Thursday, May 14, 2009

Darwin's Reputation and Dark Matter

Critics of Darwin like to say "evolution is only a theory", which is true, but misleading. Evolution is a theory as opposed to a hypothesis, but there's a heck of a lot of work which substantiates the theory.

I've seen supporters of Darwin who come back saying a theory is the "highest form of scientific thought", which isn't true, but is more accurate.

The highest form of scientific thought is a law. Laws are theories worked out to a point where we can model them mathematically and use these models to accurately predict outcomes. That's the difference between Newton's Laws and Darwin's theory. Evolution will probably never become a law. There are too many variables and too many aspects of the process we don't understand to ever become a law.

People generally credit Darwin with the idea of evolution, but the concept that life changes gradually over time from one form to another predates Darwin by some four thousand years. That concept on the formation of life is actually contemporary to the creation story in Genesis, although from another culture.

What Darwin brought to the table was this idea of Natural Selection as a mechanism to drive evolution. Darwin saw random chance as the initial movement in Natural Selection which is how he ran afoul of religious people. Had he said God motivated natural selection, the religious community probably would have embraced him.

Natural selection is a pretty solid concept and comes pretty close to something we could model mathematically. The aspect of random chance creates a problem though. The problem is time. Just relying on random chance in conjunction with natural selection, there hasn't been enough time since life began on earth to explain the variety of life forms we see now.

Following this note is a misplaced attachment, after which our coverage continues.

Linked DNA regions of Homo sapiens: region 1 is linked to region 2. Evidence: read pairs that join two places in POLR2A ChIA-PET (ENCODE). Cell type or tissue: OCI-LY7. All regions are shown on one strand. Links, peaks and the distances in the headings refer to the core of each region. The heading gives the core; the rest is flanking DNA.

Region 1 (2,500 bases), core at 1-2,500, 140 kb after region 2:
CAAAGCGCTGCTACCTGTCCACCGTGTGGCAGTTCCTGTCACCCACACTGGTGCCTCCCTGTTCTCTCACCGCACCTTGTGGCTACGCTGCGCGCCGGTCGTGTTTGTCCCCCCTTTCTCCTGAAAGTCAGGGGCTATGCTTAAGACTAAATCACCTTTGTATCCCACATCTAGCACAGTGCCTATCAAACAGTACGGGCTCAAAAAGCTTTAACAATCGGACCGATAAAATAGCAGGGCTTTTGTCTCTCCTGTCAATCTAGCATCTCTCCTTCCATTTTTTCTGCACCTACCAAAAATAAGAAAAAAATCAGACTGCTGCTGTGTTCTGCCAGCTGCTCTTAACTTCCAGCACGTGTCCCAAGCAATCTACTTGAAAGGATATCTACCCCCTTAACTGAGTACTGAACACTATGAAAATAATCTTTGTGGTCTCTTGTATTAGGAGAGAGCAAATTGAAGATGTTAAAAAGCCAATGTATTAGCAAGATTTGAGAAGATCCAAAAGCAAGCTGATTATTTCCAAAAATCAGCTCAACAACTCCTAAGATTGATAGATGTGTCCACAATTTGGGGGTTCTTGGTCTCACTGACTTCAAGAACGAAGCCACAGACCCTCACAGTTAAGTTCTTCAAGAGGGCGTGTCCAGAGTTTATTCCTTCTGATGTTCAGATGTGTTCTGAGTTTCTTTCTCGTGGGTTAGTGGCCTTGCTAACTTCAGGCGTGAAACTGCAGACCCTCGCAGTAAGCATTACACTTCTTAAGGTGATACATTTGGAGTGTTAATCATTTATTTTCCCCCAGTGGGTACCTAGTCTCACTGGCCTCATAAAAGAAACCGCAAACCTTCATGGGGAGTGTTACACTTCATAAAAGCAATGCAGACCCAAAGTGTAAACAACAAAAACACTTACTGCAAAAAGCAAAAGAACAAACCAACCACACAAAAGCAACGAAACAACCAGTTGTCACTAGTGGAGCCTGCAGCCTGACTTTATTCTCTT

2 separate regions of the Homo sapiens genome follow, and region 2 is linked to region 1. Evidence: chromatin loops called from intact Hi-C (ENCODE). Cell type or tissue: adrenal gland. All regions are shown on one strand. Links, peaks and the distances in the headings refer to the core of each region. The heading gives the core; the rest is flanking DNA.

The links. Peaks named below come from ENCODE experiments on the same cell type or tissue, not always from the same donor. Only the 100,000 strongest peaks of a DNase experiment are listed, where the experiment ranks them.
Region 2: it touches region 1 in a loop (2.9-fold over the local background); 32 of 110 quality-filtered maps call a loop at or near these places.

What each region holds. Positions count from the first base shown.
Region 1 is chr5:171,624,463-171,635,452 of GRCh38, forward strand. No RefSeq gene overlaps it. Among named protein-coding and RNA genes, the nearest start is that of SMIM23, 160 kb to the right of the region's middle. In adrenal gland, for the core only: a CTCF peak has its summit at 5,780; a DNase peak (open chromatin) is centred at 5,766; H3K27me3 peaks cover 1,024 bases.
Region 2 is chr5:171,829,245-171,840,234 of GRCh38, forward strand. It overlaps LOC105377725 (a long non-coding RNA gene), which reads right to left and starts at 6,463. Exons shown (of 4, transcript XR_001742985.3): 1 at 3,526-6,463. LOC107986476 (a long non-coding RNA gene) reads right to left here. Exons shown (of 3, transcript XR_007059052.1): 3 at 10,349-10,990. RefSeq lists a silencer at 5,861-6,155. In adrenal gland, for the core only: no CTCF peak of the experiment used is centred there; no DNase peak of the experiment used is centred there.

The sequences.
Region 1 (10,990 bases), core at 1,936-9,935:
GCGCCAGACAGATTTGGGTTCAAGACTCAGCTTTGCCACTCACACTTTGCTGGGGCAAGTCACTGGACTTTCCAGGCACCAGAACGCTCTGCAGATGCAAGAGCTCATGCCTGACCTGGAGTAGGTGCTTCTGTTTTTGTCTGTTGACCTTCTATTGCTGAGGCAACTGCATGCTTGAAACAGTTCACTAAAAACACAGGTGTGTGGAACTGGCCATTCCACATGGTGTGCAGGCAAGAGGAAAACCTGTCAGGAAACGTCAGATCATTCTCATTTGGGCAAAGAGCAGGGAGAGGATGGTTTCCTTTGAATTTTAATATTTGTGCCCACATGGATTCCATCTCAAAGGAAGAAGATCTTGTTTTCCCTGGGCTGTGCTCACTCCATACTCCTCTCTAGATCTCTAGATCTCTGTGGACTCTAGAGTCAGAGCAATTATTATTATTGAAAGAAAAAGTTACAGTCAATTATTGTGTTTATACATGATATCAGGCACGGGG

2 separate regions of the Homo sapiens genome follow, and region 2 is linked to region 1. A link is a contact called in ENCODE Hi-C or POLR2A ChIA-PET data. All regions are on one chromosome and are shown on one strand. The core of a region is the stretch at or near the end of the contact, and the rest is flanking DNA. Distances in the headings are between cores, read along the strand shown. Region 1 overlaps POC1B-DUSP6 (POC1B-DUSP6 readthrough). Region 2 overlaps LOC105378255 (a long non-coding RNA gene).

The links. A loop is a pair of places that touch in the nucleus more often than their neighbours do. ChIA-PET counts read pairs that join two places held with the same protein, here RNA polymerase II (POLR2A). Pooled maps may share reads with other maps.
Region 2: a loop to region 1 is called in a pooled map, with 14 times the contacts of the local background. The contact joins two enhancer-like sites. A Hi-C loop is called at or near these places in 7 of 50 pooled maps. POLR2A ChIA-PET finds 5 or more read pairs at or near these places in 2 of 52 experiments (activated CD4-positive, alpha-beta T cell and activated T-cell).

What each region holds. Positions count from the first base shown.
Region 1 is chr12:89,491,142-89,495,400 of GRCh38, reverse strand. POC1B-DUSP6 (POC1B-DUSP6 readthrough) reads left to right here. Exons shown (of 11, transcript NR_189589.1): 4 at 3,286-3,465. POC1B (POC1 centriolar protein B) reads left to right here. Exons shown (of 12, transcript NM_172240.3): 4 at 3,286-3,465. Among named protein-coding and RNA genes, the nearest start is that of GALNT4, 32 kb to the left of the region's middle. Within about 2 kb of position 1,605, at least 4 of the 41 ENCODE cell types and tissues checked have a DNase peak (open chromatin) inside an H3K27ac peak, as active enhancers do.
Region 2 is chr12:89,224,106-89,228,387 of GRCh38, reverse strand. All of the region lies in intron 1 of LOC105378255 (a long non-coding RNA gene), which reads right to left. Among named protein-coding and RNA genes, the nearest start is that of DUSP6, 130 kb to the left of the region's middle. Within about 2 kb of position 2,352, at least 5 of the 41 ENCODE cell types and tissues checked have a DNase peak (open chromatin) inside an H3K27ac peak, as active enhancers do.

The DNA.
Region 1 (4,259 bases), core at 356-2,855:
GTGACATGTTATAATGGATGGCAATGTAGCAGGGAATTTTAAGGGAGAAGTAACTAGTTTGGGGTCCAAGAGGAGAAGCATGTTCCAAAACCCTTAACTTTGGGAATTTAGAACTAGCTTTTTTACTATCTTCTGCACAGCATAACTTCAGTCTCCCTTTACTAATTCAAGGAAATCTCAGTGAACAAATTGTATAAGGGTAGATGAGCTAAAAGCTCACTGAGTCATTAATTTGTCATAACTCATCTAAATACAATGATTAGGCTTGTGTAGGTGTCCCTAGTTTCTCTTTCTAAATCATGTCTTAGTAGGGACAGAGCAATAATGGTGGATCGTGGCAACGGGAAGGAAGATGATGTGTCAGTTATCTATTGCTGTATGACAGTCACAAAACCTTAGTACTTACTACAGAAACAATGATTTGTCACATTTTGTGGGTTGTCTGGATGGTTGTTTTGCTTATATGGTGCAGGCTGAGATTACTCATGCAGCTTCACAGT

There has to be some other force or forces acting on evolution besides random chance and natural selection. I'm not saying it has to be an intelligent force (there's simply no evidence for that) but there has to be something, and if we knew what that something was we probably could develop mathematical models for evolution.

Even though there's no evidence for it, I happen to believe there is some sort of intelligent force driving evolution. It's probably not a kind of intelligence we currently understand though, which would prevent us from finding any evidence for it. It might be something much closer to the Greek concept of universal forms rather than the Abrahamic concept of God.

If you have trouble believing there are layers to evolution that are still invisible to us, consider this: science is only now becoming faintly aware of what they're calling Dark Matter and Dark Energy which we still have no way of measuring or perceiving but can only deduce its existence mathematically.

It'd be one thing if dark matter and dark energy were rare and distantly removed from us, but if current thinking is to be believed, dark matter and dark energy are far more common in the universe than the matter and energy we know. The idea that the most common elements of the universe are completely invisible to us and undetectable by us should really change your perspective on the very nature of reality itself.

There are more things in heaven and earth, Horatio, Than are dreamt of in your philosophy -- Shakespeare; Hamlet Act 1,

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